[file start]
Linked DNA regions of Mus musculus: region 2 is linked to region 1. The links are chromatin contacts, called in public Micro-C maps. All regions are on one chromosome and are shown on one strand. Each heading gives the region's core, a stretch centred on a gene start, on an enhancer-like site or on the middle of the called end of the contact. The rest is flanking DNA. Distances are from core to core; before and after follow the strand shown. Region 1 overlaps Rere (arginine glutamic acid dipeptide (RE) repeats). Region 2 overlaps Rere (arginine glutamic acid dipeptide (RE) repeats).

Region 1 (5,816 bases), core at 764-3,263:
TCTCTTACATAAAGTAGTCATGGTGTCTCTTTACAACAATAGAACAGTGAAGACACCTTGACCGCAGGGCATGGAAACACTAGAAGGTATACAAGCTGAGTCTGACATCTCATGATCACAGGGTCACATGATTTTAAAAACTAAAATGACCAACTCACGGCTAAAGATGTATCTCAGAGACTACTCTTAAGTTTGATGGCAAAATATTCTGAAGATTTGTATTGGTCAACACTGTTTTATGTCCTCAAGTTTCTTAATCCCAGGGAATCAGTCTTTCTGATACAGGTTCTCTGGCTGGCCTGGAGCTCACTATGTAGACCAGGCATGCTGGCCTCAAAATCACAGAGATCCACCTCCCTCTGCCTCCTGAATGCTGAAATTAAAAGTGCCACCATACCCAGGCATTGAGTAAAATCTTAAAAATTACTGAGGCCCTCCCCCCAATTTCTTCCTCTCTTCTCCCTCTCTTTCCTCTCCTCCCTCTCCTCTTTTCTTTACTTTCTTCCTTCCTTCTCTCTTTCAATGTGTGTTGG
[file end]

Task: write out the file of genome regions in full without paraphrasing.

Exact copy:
Linked DNA regions of Mus musculus: region 2 is linked to region 1. The links are chromatin contacts, called in public Micro-C maps. All regions are on one chromosome and are shown on one strand. Each heading gives the region's core, a stretch centred on a gene start, on an enhancer-like site or on the middle of the called end of the contact. The rest is flanking DNA. Distances are from core to core; before and after follow the strand shown. Region 1 overlaps Rere (arginine glutamic acid dipeptide (RE) repeats). Region 2 overlaps Rere (arginine glutamic acid dipeptide (RE) repeats).

Region 1 (5,816 bases), core at 764-3,263:
TCTCTTACATAAAGTAGTCATGGTGTCTCTTTACAACAATAGAACAGTGAAGACACCTTGACCGCAGGGCATGGAAACACTAGAAGGTATACAAGCTGAGTCTGACATCTCATGATCACAGGGTCACATGATTTTAAAAACTAAAATGACCAACTCACGGCTAAAGATGTATCTCAGAGACTACTCTTAAGTTTGATGGCAAAATATTCTGAAGATTTGTATTGGTCAACACTGTTTTATGTCCTCAAGTTTCTTAATCCCAGGGAATCAGTCTTTCTGATACAGGTTCTCTGGCTGGCCTGGAGCTCACTATGTAGACCAGGCATGCTGGCCTCAAAATCACAGAGATCCACCTCCCTCTGCCTCCTGAATGCTGAAATTAAAAGTGCCACCATACCCAGGCATTGAGTAAAATCTTAAAAATTACTGAGGCCCTCCCCCCAATTTCTTCCTCTCTTCTCCCTCTCTTTCCTCTCCTCCCTCTCCTCTTTTCTTTACTTTCTTCCTTCCTTCTCTCTTTCAATGTGTGTTGG